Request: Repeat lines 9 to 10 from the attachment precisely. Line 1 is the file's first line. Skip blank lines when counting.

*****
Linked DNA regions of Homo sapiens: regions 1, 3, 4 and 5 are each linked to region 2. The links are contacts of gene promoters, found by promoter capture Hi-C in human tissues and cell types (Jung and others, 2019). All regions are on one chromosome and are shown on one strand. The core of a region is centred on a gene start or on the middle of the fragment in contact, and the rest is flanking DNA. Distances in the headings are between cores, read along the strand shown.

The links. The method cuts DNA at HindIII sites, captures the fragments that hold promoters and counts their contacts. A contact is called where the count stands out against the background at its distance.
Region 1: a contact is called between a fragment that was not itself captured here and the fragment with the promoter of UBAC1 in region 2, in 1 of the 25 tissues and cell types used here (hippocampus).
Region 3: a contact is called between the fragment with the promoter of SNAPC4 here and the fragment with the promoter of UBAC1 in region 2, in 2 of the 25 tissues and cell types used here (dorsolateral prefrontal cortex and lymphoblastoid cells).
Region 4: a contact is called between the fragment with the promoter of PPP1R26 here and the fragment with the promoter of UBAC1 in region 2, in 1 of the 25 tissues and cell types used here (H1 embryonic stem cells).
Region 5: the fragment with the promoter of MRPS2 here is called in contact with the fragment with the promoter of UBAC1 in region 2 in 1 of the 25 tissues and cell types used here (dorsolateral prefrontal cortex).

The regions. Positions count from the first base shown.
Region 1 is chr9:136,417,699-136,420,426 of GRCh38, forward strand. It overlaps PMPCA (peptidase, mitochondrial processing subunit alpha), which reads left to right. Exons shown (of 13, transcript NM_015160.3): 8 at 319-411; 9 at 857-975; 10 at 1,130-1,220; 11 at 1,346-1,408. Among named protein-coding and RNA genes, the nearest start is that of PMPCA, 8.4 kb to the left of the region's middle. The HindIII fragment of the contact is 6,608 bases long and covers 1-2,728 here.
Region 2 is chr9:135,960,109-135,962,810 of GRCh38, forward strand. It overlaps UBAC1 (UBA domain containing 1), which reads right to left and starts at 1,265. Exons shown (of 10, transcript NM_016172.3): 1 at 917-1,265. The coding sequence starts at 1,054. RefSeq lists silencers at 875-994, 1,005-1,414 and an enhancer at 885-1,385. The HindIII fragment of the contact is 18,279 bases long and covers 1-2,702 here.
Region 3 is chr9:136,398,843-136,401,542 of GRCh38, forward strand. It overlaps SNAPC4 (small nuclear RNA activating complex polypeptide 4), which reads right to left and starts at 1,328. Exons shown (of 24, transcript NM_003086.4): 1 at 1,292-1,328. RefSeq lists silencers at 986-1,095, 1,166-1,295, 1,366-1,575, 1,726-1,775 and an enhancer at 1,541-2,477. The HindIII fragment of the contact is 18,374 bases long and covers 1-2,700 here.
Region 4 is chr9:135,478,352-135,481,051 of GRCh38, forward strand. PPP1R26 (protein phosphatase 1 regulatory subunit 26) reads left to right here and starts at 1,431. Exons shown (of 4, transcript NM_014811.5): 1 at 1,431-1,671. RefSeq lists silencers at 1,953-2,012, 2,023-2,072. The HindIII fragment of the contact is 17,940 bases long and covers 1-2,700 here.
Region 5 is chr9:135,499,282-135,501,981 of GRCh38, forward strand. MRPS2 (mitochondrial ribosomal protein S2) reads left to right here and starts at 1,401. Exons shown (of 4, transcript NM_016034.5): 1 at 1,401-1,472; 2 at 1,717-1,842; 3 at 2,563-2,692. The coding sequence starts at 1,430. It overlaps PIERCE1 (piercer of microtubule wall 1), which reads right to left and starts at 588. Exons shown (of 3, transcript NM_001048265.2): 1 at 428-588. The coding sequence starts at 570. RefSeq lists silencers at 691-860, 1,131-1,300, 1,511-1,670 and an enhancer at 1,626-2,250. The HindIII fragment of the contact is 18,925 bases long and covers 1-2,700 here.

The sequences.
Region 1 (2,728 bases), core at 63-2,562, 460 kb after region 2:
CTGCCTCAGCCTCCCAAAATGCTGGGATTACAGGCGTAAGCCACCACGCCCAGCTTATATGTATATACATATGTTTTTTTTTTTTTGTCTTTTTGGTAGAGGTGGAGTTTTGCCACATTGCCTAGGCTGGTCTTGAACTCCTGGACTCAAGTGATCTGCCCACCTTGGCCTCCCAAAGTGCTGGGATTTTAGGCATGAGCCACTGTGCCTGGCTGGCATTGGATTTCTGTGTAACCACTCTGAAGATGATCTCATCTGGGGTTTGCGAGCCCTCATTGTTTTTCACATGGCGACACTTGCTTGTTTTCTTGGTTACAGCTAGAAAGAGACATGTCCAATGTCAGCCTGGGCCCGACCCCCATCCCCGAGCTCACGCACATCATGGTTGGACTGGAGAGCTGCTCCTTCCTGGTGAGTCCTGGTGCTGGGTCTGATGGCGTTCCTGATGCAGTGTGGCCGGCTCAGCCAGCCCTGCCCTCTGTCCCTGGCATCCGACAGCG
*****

Region 2 is chr9:135,960,109-135,962,810 of GRCh38, forward strand. It overlaps UBAC1 (UBA domain containing 1), which reads right to left and starts at 1,265. Exons shown (of 10, transcript NM_016172.3): 1 at 917-1,265. The coding sequence starts at 1,054. RefSeq lists silencers at 875-994, 1,005-1,414 and an enhancer at 885-1,385. The HindIII fragment of the contact is 18,279 bases long and covers 1-2,702 here.
Region 3 is chr9:136,398,843-136,401,542 of GRCh38, forward strand. It overlaps SNAPC4 (small nuclear RNA activating complex polypeptide 4), which reads right to left and starts at 1,328. Exons shown (of 24, transcript NM_003086.4): 1 at 1,292-1,328. RefSeq lists silencers at 986-1,095, 1,166-1,295, 1,366-1,575, 1,726-1,775 and an enhancer at 1,541-2,477. The HindIII fragment of the contact is 18,374 bases long and covers 1-2,700 here.